The changes in India would also provoke changes in other nations. Sati virtually evaporated from Indonesia. It was banned by Dutch colonists wherever they had influence in the Southeast. And Sati was also banned in Nepal in 1920.
In the late 1700’s when Carey first arrived in India, there were more than 600 cases of Sati each year in the Bengal region. Between World War I and the 1980’s, it is estimated that there have only been 40-50 cases of Sati in that same region (that’s an average of less than one per year).
The Indian Sati Prevention Act of 1988 further criminalized any type of aiding, abetting, and glorifying of the act of Sati.
This was a deep-rooted tradition, but Carey helped to bring change. He was the main force in the fight against Sati. He literally changed the world!
Widowed Again, and Married Again
In 1821, Charlotte died. Two years later, at the age of 62, Carey married Grace Hughes, a widow 17 years younger than he was.
In all honesty, Grace was never able to match Charlotte’s charm, intelligence, or culture, but Grace did have a strong reputation for being a good compassionate companion for Carey.
He wrote this about Grace in his diary: “Her constant and unremitting care and excellent nursing took off much of the weight of my illness. We live in great happiness.”
He remained married to Grace until his death.
Criticisms of Carey
William Carey clearly had a deep abiding love for God and for people.
He was a great visionary leader, a brilliant linguistics expert, a strong theologian, an incredible civil activists, a good businessman, and overall a man of great faith. None of these were ever in doubt.
However, as with any person, Carey had some major personal flaws too.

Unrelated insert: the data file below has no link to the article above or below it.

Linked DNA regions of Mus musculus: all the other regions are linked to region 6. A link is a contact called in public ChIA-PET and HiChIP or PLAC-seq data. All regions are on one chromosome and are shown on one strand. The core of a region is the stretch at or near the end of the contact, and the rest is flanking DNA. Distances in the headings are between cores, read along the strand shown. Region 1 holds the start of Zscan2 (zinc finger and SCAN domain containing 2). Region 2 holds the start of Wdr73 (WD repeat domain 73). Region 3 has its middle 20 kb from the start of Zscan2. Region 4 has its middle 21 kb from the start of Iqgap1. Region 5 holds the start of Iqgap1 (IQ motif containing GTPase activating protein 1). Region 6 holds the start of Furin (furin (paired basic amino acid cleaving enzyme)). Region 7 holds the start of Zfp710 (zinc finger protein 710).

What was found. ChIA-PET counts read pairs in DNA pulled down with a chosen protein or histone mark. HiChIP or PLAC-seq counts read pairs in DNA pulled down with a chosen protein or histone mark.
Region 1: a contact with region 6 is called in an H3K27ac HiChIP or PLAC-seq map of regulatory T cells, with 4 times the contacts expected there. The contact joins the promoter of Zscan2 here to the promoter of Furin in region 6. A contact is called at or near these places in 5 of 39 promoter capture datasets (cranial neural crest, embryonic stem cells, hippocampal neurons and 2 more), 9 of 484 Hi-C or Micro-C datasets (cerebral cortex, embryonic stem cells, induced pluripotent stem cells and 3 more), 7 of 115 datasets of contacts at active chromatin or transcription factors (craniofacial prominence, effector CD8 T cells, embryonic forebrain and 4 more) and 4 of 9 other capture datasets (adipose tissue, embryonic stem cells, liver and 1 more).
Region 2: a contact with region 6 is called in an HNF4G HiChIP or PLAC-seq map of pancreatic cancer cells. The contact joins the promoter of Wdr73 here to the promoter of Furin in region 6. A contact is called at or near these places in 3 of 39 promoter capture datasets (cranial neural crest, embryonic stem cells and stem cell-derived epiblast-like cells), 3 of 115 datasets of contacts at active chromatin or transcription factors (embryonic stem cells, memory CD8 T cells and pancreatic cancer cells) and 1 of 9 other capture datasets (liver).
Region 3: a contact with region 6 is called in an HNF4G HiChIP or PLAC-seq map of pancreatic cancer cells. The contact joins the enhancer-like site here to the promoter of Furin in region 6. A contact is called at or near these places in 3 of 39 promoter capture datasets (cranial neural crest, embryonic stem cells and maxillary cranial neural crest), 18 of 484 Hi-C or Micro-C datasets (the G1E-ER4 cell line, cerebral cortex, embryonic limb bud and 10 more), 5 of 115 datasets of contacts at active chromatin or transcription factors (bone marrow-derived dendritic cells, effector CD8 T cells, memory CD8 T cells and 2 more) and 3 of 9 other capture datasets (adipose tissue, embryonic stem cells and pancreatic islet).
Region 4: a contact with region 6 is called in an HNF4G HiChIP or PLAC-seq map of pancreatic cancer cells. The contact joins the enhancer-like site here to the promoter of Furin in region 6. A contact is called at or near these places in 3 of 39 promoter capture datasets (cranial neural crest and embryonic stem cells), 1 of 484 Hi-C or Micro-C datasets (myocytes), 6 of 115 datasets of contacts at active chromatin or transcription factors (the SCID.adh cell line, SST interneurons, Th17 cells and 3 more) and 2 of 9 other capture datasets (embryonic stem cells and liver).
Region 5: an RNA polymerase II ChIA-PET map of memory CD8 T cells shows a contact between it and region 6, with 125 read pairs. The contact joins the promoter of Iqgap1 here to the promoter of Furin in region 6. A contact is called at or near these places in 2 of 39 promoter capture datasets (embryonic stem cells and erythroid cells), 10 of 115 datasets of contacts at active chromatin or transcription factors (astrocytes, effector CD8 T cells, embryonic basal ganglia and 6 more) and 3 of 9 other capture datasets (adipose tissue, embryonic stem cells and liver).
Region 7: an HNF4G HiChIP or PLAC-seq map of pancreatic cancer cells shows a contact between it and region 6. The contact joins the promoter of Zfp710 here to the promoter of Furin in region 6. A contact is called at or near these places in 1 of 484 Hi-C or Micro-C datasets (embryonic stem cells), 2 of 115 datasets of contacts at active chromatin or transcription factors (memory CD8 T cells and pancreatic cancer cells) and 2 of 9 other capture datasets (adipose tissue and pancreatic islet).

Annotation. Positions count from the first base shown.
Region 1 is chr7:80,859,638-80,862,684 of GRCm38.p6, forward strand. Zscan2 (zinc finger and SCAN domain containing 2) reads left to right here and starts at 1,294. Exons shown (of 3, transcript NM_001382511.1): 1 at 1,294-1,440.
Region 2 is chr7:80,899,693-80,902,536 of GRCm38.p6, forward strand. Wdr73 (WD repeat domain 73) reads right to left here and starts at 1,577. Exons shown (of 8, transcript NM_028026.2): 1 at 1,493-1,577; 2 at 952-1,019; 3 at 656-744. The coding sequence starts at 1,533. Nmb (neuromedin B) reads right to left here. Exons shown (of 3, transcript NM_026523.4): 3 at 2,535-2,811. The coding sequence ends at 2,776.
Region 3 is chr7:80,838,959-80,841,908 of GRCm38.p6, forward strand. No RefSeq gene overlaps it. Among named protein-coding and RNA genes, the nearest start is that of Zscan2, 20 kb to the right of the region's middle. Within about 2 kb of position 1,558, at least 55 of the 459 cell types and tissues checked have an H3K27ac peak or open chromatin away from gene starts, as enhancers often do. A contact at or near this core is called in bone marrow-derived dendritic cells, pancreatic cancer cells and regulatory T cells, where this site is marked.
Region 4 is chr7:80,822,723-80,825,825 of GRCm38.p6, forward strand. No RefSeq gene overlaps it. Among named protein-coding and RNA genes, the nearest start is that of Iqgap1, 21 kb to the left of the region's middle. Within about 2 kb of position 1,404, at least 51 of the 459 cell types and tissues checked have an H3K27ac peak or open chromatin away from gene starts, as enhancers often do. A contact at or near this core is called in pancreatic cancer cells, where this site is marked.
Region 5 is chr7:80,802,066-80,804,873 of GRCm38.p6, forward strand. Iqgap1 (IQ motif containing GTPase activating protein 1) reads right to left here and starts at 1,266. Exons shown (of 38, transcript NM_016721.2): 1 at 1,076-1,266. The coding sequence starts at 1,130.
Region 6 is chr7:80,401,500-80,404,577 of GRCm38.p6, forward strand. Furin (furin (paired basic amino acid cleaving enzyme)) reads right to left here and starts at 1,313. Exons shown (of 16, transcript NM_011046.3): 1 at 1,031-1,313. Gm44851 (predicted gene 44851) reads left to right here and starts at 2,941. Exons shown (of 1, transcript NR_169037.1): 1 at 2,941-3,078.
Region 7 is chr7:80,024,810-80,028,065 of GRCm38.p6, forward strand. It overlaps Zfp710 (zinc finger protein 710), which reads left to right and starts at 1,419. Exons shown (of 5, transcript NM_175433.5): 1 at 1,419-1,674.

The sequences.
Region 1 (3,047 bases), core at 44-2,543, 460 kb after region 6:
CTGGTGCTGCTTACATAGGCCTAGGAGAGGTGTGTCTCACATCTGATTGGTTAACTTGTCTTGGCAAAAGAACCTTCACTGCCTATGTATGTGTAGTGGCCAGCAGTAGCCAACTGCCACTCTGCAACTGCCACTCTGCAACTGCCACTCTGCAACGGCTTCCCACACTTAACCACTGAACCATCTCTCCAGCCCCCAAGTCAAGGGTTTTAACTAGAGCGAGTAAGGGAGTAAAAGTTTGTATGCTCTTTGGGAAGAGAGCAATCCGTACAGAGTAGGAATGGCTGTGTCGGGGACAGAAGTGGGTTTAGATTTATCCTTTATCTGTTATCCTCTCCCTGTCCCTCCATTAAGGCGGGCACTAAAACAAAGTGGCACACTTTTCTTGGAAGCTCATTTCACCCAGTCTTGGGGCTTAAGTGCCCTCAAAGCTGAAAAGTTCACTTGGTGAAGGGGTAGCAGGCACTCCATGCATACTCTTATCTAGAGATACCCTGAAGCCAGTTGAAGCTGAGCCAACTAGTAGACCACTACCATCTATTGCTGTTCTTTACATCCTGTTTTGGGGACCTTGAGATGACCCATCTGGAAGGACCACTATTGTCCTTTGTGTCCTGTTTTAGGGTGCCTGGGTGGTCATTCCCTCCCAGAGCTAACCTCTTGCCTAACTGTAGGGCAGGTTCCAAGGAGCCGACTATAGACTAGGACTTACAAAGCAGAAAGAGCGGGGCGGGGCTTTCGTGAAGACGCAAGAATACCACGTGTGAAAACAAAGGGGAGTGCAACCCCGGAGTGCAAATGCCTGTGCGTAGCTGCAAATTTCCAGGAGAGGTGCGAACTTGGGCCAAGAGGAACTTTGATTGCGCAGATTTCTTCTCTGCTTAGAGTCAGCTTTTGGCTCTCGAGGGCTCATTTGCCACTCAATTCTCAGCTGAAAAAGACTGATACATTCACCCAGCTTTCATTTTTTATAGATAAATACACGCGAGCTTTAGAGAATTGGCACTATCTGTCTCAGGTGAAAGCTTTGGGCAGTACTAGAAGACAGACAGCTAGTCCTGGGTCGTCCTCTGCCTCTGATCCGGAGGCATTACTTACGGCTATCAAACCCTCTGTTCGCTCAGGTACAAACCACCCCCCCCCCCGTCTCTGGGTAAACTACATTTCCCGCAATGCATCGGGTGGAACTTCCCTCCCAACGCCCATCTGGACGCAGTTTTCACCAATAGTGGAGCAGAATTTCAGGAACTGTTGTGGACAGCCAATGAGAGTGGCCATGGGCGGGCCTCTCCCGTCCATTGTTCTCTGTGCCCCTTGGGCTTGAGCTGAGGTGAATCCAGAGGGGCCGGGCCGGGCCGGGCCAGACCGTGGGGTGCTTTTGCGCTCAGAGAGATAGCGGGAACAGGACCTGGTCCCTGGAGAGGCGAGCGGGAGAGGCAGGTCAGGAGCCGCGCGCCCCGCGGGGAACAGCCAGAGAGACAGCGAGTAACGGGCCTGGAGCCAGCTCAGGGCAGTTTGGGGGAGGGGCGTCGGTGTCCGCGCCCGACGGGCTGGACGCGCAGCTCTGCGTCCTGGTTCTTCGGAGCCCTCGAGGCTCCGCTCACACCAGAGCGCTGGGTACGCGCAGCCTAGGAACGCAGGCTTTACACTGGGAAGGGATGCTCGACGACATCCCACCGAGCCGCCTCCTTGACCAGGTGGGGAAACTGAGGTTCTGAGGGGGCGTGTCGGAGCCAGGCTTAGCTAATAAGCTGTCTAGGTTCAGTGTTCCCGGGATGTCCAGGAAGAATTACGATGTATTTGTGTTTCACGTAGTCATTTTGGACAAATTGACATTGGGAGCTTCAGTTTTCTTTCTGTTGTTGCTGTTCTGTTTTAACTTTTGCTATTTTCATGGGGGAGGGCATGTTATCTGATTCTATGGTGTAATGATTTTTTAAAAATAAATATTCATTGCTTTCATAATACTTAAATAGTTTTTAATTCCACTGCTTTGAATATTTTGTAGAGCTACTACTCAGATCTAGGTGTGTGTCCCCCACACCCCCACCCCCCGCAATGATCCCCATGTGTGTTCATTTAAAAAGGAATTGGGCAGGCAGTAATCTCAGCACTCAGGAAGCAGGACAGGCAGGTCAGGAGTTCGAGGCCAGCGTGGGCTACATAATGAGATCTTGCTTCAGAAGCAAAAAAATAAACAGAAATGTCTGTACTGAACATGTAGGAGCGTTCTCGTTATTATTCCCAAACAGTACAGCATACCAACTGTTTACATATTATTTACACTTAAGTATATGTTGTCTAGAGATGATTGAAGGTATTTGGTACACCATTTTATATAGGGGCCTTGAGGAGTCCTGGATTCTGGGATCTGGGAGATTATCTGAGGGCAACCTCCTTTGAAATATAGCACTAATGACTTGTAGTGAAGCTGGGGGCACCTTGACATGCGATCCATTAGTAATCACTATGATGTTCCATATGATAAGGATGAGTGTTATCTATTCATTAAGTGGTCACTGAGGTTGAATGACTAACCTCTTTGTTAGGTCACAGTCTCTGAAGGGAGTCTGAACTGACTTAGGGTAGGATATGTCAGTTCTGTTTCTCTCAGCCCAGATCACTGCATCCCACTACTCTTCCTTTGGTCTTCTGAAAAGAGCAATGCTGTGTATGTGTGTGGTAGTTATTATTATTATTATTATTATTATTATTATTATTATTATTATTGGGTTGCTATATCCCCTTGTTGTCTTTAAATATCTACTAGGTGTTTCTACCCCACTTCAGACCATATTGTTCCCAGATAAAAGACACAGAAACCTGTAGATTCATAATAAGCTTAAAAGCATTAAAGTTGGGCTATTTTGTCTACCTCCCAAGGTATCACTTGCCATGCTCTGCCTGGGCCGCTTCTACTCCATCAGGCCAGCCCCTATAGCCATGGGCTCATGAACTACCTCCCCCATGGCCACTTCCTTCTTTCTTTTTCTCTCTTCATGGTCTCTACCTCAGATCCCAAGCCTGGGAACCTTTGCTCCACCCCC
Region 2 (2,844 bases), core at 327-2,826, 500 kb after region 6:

1) The biggest criticism of Carey was his poor fatherhood.
When the Carey family first arrived at Serampore, they were in bad shape. Carey himself had been consumed by his work, so he was sort of a neglectful father.
He was not inclined to discipline his children for misbehavior, and it was obvious that their mother was unfit to care for them.
John Marshmann’s wife Hannah had sought to provide a motherly influence to the Carey children as they grew up at Serampore. Hannah played a significant role in raising the Carey children.
Carey’s colleague William Ward often served as a surrogate father for the Carey children.
Carey himself was often consumed by his translations work. He also traveled extensively to and from Calcutta for his work at the college as well as traveling a lot to oversee the missions work at the many missions outposts they had established.
Carey’s friends believed that his children were important to him, but the ministry work always seemed to come first. This has earned Carey criticism.
2) Carey worked too much and too hard.
The second common criticism leveled at Carey, by both his contemporaries and historians, is his lack of soul-care.
Many times Carey’s colleagues thought he was pushing too hard and working too much. He set goals for the translations team that seemed far too ambitious. Some of his friends had urged him to slow down. His response was often to push his teams harder.
Some critics believe that Carey would have been more effective with less work. Some claim that he took on too much and therefore the quality of his work was not as good as it could have otherwise been (although, to be fair, the number of critics with these claims is small).